*On Spirals*in 225 B.C. He came up with the equations as r = a+bx. Where x represents theta.

*a*represents the starting point of which the spiral rotates and

*b*represents the distance between each spiral.

The most commonly seen Archimedean spirals are that of tightly wound springs, edges on rolled up rugs, and decorative pieces on jewelry. More practical uses are used in machines such as the sewing machine. The machine transforms rotary motion to linear motion. The Archimedean spring is particularity known for being able to respond to both torsional and translational force.

The spiral has the property that any ray from the origin intersects multiple points on the spiral with constant distance between each point. That distance is said to be 2pi

*b*if it is measured in radians. The idea is that the spiral has two arms one when theta is positive and one when theta is negative. These arms connect at the origin or center of the spiral. Only one however is shown, the other is not and if was would look like the mirror image of the showing arm across the y-axis. Below I have listed a link that will take you to a interactive graph that allows you to adjust

*a*and

*b*to see how the formula works.

**https://www.desmos.com/calculator/azjsgbiito**

**We know that because there is a linear relation between the radius and the angle, the distance between each coil will be constant. Therefore, for this to be true, we know that the arms get bigger by a constant rate as well with each turn. To find the entire length of the spiral, we need to use the equation r = a+bx, where**

*r*is the distance from the origin, x represents theta.

*a*represents the starting point of which the spiral rotates and

*b*represents the distance between each spiral. The total angle turned in the spiral is 2pi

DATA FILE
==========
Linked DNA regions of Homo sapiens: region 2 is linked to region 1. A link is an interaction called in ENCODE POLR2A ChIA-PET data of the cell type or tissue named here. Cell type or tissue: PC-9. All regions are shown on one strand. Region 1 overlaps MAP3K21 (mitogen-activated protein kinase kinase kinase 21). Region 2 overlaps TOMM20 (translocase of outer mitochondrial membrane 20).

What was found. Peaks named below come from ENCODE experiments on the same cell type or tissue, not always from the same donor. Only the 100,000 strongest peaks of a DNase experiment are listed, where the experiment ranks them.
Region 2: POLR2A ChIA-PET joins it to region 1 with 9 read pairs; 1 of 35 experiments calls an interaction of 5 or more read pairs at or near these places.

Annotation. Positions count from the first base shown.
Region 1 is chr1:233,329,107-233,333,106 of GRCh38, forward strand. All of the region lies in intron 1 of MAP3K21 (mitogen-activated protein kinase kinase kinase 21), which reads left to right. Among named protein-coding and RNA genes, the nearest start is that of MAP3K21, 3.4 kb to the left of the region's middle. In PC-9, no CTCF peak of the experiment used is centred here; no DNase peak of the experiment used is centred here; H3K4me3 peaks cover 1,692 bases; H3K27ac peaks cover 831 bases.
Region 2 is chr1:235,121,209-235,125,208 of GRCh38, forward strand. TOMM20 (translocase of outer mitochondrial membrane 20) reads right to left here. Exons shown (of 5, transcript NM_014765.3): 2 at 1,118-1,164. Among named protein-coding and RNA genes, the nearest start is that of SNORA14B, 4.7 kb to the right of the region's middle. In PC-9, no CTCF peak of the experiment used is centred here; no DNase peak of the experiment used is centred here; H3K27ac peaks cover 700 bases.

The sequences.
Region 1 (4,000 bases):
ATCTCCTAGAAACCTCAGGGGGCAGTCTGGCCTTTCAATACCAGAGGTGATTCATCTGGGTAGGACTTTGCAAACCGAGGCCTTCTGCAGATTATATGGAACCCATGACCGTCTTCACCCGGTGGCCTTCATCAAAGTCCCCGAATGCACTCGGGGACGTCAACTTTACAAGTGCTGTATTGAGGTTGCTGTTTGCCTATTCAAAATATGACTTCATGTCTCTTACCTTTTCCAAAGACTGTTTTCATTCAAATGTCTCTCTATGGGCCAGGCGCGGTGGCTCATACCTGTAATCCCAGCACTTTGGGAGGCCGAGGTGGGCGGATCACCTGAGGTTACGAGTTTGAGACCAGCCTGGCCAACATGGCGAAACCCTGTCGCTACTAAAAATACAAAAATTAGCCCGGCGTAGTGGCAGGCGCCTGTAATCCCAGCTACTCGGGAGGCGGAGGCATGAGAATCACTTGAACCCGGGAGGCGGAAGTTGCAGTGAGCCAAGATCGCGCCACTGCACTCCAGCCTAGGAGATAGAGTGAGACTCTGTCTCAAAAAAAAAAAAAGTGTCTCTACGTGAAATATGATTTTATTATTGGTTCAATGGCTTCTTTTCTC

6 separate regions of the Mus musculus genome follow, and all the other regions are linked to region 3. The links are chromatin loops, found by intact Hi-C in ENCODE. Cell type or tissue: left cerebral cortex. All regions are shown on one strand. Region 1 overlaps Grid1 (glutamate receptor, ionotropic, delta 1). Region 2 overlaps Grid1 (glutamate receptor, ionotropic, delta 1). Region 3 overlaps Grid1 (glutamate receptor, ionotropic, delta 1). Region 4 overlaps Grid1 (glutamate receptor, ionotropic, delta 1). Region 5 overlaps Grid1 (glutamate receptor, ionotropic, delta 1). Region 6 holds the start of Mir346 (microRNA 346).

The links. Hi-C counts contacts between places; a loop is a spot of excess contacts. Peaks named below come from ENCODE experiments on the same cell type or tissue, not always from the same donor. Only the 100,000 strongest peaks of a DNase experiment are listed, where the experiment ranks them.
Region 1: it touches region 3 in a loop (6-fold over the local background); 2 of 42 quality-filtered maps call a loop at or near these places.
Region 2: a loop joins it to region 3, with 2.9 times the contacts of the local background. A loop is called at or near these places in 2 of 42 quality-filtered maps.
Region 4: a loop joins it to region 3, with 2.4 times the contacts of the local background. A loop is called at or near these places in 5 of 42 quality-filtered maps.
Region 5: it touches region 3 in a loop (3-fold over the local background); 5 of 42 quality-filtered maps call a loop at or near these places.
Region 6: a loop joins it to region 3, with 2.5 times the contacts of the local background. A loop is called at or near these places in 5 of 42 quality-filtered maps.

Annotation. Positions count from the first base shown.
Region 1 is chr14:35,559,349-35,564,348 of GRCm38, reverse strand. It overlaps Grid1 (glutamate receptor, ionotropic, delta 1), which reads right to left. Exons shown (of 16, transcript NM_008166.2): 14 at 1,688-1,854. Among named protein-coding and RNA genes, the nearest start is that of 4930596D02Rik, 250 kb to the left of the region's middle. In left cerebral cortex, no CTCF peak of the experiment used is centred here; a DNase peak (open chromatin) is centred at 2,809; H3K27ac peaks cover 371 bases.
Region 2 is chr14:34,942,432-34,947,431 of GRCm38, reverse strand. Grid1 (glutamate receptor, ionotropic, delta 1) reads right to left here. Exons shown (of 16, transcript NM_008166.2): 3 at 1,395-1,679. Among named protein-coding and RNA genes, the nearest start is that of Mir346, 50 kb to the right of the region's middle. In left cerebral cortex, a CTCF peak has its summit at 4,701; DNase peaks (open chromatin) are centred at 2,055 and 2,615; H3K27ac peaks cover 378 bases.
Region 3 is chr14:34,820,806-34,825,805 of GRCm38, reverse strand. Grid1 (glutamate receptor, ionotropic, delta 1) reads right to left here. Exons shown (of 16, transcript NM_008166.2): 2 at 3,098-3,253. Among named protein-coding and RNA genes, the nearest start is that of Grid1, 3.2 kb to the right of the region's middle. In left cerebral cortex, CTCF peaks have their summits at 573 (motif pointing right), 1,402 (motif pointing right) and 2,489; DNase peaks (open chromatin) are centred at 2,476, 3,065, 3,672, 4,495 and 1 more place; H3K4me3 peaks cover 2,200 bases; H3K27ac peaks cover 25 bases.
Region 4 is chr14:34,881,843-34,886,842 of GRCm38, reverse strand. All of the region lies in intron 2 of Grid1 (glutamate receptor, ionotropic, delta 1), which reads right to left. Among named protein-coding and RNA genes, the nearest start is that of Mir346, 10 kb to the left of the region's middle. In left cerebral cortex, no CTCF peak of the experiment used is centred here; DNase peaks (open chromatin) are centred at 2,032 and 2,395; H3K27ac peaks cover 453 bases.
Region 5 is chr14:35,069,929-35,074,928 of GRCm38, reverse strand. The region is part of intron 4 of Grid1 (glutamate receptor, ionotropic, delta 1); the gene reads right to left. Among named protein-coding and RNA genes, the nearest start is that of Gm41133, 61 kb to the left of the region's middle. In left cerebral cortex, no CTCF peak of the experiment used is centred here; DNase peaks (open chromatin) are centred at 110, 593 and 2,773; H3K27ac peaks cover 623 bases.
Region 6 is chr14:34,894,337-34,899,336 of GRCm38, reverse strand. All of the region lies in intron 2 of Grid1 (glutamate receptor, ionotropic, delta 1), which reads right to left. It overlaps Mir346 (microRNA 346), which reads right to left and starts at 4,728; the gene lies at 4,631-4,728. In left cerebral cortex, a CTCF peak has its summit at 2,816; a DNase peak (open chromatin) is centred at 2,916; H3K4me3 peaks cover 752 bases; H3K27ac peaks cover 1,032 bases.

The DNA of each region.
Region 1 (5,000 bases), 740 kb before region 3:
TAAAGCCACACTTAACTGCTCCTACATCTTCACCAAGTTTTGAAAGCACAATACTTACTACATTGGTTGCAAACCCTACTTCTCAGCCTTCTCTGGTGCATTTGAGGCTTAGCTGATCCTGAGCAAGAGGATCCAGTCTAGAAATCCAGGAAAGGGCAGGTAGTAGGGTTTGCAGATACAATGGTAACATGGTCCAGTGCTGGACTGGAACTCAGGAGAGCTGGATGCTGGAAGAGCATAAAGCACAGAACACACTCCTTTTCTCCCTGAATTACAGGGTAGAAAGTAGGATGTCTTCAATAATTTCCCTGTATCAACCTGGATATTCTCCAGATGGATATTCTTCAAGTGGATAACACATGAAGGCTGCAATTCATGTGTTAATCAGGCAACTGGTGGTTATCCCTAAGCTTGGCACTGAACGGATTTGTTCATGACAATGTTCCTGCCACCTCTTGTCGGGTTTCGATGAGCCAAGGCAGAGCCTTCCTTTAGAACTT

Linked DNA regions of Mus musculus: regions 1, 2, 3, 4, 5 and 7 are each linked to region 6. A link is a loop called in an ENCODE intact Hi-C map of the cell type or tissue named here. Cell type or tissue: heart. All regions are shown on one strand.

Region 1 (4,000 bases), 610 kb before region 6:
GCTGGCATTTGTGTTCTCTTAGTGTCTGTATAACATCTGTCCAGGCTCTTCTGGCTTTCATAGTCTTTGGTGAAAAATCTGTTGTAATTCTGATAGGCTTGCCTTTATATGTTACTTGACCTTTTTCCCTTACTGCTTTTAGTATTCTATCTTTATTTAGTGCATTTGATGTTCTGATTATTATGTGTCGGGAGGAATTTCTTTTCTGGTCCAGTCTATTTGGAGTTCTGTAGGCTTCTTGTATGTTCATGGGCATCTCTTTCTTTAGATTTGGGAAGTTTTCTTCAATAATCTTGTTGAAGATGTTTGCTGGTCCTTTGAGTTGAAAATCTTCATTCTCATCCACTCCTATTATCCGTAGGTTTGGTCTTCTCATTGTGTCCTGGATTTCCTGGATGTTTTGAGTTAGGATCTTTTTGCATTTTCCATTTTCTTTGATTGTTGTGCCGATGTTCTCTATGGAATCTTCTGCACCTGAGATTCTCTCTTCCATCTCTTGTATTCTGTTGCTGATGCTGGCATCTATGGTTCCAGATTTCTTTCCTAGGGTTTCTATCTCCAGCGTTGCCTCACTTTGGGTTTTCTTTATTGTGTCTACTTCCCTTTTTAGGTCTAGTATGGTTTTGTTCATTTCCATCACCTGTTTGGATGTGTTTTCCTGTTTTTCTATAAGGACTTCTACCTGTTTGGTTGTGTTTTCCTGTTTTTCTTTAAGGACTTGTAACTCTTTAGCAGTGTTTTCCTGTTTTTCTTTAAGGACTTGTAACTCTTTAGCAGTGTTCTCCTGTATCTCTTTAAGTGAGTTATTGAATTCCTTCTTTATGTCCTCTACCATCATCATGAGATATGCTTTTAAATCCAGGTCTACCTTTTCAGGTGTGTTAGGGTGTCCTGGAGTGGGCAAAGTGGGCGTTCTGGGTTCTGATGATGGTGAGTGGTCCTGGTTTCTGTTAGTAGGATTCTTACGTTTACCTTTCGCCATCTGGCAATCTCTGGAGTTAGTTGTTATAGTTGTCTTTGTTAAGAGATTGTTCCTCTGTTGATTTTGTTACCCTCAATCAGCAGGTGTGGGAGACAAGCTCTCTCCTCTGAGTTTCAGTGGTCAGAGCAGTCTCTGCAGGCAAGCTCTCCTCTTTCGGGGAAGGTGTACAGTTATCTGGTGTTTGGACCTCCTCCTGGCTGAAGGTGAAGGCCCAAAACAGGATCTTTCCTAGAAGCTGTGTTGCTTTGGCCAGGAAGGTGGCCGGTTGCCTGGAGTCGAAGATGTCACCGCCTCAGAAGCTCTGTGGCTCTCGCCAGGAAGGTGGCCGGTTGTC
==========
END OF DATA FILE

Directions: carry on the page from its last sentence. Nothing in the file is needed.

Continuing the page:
*b,*therefore the distance between each loop is 2pi

*b*divided by the number of turns.

Anthony,

ReplyDeleteGreat topic for a post! I especially appreciated the interactive Desmos graph. The spiral reminds me of many of the springs that you can find in mechanical clocks. While your post doesn’t mention it, I wonder if there is any connection.

Unlike some mathematicians, I prefer math that has real application because it holds my attention better. It is also easier to get a student to focus on and put energy into math that can clearly be used to help them make decisions in their life.

Thank you for your post,

Jerry

PS – I found several images for spiral clocks. Though, after looking at them, I am certain this is not what I had in mind.

http://www.cafepress.com/+spiral_wall_clock,629460768

Anthony,

ReplyDeleteI really enjoyed reading your blog post. Just like in class yesterday, we drew squiggles. I remember always drawing swirls on my paper throughout my schooling. It was nice to see how it can connect to algebra. I think this type of activity would be great connection for students in a classroom. I also thought it was neat to include a desmos graph. I had to look at it multiple times when you were talking about the construction of the spiral. Great Job!

-Kourtney